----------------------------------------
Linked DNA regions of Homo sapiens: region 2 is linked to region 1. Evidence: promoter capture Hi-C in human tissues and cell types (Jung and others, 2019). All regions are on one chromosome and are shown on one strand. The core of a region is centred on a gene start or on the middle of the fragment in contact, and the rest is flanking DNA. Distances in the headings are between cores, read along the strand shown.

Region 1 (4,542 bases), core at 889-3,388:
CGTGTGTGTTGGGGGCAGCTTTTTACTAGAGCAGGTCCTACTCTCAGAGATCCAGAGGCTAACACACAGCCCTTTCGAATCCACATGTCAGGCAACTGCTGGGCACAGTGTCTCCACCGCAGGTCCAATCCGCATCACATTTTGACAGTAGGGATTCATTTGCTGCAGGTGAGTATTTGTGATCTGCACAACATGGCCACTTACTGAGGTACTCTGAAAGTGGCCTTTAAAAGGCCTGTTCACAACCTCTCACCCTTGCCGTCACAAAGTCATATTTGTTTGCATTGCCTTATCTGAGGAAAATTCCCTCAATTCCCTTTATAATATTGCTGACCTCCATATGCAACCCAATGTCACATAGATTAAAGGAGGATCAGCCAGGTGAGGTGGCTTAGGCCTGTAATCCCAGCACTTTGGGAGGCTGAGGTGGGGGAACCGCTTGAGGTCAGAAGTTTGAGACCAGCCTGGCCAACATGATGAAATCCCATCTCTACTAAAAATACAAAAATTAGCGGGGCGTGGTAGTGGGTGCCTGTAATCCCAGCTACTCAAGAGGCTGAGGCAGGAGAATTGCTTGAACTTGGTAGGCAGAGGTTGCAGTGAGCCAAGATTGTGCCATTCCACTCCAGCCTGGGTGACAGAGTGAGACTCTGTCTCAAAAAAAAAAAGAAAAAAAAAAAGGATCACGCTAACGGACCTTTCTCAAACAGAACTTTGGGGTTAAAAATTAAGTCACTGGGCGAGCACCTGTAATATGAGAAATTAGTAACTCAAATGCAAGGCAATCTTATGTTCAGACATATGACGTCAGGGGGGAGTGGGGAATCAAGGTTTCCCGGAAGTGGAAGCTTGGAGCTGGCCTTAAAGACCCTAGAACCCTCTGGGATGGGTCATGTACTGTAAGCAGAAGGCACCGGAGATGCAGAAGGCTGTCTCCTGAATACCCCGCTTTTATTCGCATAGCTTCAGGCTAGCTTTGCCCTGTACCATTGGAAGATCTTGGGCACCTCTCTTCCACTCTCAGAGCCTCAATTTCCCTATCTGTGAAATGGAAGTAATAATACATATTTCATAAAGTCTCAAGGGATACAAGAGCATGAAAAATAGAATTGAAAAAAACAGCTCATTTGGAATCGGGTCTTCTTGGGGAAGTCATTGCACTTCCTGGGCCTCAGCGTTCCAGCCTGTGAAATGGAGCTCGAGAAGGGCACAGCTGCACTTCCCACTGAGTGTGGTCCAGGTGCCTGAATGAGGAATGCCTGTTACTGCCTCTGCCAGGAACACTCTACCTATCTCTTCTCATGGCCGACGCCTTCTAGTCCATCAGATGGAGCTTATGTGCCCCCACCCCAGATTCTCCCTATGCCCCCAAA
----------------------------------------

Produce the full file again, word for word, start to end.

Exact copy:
Linked DNA regions of Homo sapiens: region 2 is linked to region 1. Evidence: promoter capture Hi-C in human tissues and cell types (Jung and others, 2019). All regions are on one chromosome and are shown on one strand. The core of a region is centred on a gene start or on the middle of the fragment in contact, and the rest is flanking DNA. Distances in the headings are between cores, read along the strand shown.

Region 1 (4,542 bases), core at 889-3,388:
CGTGTGTGTTGGGGGCAGCTTTTTACTAGAGCAGGTCCTACTCTCAGAGATCCAGAGGCTAACACACAGCCCTTTCGAATCCACATGTCAGGCAACTGCTGGGCACAGTGTCTCCACCGCAGGTCCAATCCGCATCACATTTTGACAGTAGGGATTCATTTGCTGCAGGTGAGTATTTGTGATCTGCACAACATGGCCACTTACTGAGGTACTCTGAAAGTGGCCTTTAAAAGGCCTGTTCACAACCTCTCACCCTTGCCGTCACAAAGTCATATTTGTTTGCATTGCCTTATCTGAGGAAAATTCCCTCAATTCCCTTTATAATATTGCTGACCTCCATATGCAACCCAATGTCACATAGATTAAAGGAGGATCAGCCAGGTGAGGTGGCTTAGGCCTGTAATCCCAGCACTTTGGGAGGCTGAGGTGGGGGAACCGCTTGAGGTCAGAAGTTTGAGACCAGCCTGGCCAACATGATGAAATCCCATCTCTACTAAAAATACAAAAATTAGCGGGGCGTGGTAGTGGGTGCCTGTAATCCCAGCTACTCAAGAGGCTGAGGCAGGAGAATTGCTTGAACTTGGTAGGCAGAGGTTGCAGTGAGCCAAGATTGTGCCATTCCACTCCAGCCTGGGTGACAGAGTGAGACTCTGTCTCAAAAAAAAAAAGAAAAAAAAAAAGGATCACGCTAACGGACCTTTCTCAAACAGAACTTTGGGGTTAAAAATTAAGTCACTGGGCGAGCACCTGTAATATGAGAAATTAGTAACTCAAATGCAAGGCAATCTTATGTTCAGACATATGACGTCAGGGGGGAGTGGGGAATCAAGGTTTCCCGGAAGTGGAAGCTTGGAGCTGGCCTTAAAGACCCTAGAACCCTCTGGGATGGGTCATGTACTGTAAGCAGAAGGCACCGGAGATGCAGAAGGCTGTCTCCTGAATACCCCGCTTTTATTCGCATAGCTTCAGGCTAGCTTTGCCCTGTACCATTGGAAGATCTTGGGCACCTCTCTTCCACTCTCAGAGCCTCAATTTCCCTATCTGTGAAATGGAAGTAATAATACATATTTCATAAAGTCTCAAGGGATACAAGAGCATGAAAAATAGAATTGAAAAAAACAGCTCATTTGGAATCGGGTCTTCTTGGGGAAGTCATTGCACTTCCTGGGCCTCAGCGTTCCAGCCTGTGAAATGGAGCTCGAGAAGGGCACAGCTGCACTTCCCACTGAGTGTGGTCCAGGTGCCTGAATGAGGAATGCCTGTTACTGCCTCTGCCAGGAACACTCTACCTATCTCTTCTCATGGCCGACGCCTTCTAGTCCATCAGATGGAGCTTATGTGCCCCCACCCCAGATTCTCCCTATGCCCCCAAA